Living in northern locations, stress, many medications, clothing, working indoors, sunscreen and excess weight all have negative impacts on your vitamin D status. You don't have to quit your job and run away to a nudist colony to have great vitamin D status (unless you want to). Supplements are available.
If you're dealing with pain, poor mood or lousy sleep, vitamin D may be your hero. Grab a supplement and reach out to your health care provider to have your levels tested as soon as possible. This nutrient can completely change your work performance and quality of life.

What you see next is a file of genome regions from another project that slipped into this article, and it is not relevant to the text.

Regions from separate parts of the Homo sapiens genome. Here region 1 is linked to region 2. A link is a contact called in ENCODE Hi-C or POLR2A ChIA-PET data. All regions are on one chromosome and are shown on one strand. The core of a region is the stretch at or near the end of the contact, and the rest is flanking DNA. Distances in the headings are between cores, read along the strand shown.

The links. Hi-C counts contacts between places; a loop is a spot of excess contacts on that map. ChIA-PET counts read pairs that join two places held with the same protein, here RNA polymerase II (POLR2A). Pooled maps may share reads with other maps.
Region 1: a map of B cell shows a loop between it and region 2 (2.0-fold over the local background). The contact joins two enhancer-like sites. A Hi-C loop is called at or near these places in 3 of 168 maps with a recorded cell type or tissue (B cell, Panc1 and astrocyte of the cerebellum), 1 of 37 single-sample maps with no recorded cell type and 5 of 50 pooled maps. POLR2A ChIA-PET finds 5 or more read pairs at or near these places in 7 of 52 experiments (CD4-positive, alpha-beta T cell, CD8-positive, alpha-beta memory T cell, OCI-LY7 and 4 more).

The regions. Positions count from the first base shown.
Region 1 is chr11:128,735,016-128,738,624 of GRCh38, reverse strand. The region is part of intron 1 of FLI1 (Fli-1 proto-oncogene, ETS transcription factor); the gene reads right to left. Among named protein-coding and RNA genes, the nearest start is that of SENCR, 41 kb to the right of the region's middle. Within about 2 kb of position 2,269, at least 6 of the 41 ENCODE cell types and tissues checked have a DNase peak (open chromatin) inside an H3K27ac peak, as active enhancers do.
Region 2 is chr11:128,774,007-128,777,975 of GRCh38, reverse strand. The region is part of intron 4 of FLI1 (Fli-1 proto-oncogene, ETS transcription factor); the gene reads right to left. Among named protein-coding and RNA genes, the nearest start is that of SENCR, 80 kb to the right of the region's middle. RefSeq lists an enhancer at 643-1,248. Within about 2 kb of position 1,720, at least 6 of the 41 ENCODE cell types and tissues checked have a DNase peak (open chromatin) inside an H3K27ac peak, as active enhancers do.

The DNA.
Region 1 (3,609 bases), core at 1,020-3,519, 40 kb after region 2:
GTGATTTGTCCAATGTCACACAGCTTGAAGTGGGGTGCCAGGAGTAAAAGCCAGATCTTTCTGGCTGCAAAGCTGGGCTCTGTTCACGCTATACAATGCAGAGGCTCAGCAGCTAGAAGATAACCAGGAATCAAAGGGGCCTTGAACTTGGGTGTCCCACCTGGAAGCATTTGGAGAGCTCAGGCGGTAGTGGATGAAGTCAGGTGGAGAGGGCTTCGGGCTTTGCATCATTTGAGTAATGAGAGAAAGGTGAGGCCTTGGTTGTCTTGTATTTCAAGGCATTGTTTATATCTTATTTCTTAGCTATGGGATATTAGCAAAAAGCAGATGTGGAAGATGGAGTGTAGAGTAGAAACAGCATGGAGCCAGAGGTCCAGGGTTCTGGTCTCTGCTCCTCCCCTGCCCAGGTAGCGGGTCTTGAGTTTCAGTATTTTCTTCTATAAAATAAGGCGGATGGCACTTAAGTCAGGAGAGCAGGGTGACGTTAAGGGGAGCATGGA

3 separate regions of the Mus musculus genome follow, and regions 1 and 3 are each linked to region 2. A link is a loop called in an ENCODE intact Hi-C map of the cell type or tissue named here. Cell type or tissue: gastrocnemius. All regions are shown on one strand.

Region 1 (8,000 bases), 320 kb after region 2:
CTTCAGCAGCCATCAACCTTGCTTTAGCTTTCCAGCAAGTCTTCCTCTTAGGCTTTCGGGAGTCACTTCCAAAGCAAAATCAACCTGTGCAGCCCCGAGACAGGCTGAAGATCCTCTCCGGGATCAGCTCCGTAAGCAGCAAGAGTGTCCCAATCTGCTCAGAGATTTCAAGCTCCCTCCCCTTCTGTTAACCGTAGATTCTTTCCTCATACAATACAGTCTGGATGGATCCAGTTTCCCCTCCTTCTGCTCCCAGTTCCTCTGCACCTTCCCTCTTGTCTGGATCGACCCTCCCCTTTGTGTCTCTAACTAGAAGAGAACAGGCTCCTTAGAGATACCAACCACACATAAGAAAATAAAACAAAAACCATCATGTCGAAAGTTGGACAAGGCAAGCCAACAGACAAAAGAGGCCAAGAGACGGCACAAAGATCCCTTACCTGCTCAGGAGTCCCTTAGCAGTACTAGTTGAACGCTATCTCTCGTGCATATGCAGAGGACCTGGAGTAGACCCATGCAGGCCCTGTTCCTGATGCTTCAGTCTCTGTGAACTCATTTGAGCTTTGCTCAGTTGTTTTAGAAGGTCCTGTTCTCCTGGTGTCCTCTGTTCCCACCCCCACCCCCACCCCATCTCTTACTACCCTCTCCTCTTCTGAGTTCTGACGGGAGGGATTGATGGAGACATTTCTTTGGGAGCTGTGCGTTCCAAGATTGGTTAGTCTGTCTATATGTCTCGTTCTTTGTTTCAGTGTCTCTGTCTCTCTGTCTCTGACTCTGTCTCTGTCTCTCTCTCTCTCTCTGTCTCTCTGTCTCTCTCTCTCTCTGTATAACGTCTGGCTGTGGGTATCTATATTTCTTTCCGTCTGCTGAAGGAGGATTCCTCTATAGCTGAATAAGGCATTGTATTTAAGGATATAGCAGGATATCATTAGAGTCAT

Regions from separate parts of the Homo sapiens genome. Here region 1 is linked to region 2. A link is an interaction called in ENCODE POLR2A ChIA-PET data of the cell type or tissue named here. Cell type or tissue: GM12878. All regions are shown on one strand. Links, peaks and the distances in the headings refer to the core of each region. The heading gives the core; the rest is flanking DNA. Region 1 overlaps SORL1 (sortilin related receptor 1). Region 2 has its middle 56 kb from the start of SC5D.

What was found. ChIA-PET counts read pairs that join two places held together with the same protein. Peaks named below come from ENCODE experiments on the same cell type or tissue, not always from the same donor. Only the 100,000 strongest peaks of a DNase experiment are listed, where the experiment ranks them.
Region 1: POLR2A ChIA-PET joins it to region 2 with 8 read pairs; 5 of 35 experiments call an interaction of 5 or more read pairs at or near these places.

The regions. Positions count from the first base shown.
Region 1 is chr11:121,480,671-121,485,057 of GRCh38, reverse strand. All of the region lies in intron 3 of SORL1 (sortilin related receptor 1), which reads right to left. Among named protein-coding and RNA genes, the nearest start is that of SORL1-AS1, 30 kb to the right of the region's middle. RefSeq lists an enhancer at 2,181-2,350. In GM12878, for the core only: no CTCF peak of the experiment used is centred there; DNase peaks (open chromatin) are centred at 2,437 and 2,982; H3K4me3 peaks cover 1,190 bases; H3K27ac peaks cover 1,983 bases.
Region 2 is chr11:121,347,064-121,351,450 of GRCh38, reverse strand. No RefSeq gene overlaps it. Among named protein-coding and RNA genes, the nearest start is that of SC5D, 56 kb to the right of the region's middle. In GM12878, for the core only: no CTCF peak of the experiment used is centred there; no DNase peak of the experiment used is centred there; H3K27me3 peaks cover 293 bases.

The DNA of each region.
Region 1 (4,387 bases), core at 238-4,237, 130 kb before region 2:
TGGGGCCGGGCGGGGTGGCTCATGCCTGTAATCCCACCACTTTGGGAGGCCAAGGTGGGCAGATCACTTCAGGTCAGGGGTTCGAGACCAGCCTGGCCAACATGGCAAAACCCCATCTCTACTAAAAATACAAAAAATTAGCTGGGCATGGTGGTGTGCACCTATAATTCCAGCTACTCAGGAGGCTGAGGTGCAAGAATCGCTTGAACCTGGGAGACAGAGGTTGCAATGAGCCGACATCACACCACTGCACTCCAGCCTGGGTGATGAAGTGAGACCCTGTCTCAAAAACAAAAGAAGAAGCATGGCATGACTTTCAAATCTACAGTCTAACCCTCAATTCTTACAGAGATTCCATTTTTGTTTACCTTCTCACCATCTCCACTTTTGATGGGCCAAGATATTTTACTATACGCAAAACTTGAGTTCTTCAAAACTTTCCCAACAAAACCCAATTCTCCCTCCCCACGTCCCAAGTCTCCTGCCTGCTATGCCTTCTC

4. Consistent Food Intake
If you don't eat for three days, you'll have a headache come out from seemingly nowhere on day four. Hardly eat anything all day until afternoon hunger drives you to mad-binge will also cause headaches.
You have to eat consistently throughout the day in order to balance your water and nutrition levels.
If you're not eating enough protein, you're more likely fill up on carbohydrates. Refined carbohydrates fuel the flames of pain, and protein deficiency leaves you without the building blocks needed to repair the pain damage.
Fortunately, protein is readily found in the primary foods that have magnesium: seeds, nuts and beans. Seeds and nuts make perfect snack drawer items for your work desk.
Opt for natural sources of protein, as opposed to protein powder, shakes and bars. Make sure every meal and snack you eat has protein.
6. Common Dietary Instigators